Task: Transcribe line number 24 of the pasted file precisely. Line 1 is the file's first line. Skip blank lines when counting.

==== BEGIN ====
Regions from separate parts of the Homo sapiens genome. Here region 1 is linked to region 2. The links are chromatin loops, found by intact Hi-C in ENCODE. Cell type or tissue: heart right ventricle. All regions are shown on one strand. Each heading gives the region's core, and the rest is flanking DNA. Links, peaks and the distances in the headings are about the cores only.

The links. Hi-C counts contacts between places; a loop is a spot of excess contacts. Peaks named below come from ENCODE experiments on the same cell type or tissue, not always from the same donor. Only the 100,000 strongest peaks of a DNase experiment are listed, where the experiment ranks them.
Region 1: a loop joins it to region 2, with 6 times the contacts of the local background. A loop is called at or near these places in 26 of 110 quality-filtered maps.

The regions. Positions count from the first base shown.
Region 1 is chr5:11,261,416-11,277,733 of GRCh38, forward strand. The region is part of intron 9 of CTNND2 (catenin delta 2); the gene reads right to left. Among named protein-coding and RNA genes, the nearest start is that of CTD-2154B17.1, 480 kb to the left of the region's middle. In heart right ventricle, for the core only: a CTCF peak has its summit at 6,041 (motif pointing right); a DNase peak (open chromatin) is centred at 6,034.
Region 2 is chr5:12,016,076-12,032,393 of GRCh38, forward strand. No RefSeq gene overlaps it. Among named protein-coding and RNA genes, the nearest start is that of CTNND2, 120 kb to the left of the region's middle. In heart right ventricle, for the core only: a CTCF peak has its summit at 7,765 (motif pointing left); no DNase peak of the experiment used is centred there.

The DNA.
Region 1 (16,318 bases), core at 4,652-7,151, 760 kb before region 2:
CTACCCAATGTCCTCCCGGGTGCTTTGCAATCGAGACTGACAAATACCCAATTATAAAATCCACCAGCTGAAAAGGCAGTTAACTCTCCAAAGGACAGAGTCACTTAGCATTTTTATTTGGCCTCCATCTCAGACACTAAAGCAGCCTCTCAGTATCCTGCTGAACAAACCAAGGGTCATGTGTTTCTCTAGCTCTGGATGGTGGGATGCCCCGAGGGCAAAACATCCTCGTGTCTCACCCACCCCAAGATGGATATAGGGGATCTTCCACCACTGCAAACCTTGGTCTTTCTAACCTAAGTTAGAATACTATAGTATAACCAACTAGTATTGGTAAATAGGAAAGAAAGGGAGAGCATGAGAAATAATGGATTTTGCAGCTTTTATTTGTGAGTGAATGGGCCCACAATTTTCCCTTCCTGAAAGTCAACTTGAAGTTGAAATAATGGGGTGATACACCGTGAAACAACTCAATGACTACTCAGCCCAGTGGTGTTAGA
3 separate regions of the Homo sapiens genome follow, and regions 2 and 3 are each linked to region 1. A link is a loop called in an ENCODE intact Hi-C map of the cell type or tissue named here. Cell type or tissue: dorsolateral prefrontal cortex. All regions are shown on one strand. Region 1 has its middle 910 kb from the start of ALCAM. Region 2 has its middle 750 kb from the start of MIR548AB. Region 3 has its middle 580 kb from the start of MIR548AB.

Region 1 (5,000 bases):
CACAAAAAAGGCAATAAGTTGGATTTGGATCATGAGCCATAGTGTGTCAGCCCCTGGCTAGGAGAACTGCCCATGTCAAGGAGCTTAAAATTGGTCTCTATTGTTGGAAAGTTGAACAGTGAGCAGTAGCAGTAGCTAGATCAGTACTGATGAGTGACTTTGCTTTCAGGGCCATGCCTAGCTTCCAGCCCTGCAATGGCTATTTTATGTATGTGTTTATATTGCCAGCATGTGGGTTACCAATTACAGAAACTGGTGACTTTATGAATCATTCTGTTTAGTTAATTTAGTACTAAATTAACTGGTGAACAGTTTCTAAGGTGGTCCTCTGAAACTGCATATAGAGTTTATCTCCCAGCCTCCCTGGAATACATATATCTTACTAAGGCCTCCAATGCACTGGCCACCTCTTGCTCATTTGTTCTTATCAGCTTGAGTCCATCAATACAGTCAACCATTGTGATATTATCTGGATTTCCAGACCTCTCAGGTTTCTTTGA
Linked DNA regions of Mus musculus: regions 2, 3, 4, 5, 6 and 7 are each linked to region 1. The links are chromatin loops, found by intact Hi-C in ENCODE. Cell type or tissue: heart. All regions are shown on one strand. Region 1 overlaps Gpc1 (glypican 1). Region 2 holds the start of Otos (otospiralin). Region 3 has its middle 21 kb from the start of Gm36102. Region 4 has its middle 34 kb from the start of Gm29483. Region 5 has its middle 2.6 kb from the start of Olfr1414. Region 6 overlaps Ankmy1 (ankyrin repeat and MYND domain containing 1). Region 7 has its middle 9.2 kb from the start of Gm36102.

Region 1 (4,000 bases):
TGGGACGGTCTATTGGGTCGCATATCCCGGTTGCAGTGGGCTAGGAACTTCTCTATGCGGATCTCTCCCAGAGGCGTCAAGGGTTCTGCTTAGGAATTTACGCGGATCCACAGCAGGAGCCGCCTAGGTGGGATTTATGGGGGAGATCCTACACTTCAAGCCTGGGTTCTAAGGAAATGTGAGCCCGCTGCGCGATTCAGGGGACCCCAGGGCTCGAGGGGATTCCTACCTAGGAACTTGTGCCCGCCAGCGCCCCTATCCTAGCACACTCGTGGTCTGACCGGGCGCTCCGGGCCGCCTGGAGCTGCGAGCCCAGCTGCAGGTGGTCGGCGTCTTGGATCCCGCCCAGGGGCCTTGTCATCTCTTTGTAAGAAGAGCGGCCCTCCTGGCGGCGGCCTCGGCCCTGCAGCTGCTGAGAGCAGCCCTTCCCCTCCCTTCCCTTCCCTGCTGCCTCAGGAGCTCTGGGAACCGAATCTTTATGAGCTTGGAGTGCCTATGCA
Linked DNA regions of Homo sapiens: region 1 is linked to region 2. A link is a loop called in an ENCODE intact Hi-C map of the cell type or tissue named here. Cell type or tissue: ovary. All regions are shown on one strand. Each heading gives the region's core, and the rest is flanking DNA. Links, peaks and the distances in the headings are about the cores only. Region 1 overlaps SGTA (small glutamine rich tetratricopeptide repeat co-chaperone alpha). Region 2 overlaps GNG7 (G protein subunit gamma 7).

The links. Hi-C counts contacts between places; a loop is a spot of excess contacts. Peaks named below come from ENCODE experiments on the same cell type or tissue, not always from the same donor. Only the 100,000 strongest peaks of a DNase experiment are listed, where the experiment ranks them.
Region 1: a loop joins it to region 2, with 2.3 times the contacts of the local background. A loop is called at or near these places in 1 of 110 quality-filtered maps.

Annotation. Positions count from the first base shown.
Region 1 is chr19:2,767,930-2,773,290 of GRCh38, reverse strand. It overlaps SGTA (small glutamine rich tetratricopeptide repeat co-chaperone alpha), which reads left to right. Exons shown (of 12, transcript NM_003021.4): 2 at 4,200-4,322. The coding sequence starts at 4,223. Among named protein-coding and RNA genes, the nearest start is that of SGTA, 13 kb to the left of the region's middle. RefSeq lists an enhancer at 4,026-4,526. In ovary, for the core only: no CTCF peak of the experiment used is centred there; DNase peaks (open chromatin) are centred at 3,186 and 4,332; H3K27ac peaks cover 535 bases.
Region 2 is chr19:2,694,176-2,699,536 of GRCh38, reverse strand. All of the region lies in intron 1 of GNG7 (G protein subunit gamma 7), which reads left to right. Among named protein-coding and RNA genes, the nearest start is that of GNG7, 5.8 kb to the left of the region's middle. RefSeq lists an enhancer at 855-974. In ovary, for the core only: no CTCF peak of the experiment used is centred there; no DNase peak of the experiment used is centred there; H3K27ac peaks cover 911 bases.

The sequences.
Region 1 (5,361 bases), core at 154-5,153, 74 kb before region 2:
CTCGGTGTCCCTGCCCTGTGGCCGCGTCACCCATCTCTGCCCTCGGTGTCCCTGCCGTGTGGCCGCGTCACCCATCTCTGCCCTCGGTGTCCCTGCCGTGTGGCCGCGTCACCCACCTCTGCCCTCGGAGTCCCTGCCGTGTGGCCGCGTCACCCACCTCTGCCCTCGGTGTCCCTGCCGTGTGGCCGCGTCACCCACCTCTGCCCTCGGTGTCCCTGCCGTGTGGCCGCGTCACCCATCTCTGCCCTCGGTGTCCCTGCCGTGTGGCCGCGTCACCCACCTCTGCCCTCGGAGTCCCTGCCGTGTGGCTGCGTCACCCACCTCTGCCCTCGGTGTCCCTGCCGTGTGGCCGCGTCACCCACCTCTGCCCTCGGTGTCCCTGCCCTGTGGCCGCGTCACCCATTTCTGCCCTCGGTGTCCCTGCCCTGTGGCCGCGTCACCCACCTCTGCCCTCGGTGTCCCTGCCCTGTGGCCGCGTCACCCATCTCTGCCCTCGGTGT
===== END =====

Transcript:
CTCGGTGTCCCTGCCCTGTGGCCGCGTCACCCATCTCTGCCCTCGGTGTCCCTGCCGTGTGGCCGCGTCACCCATCTCTGCCCTCGGTGTCCCTGCCGTGTGGCCGCGTCACCCACCTCTGCCCTCGGAGTCCCTGCCGTGTGGCCGCGTCACCCACCTCTGCCCTCGGTGTCCCTGCCGTGTGGCCGCGTCACCCACCTCTGCCCTCGGTGTCCCTGCCGTGTGGCCGCGTCACCCATCTCTGCCCTCGGTGTCCCTGCCGTGTGGCCGCGTCACCCACCTCTGCCCTCGGAGTCCCTGCCGTGTGGCTGCGTCACCCACCTCTGCCCTCGGTGTCCCTGCCGTGTGGCCGCGTCACCCACCTCTGCCCTCGGTGTCCCTGCCCTGTGGCCGCGTCACCCATTTCTGCCCTCGGTGTCCCTGCCCTGTGGCCGCGTCACCCACCTCTGCCCTCGGTGTCCCTGCCCTGTGGCCGCGTCACCCATCTCTGCCCTCGGTGT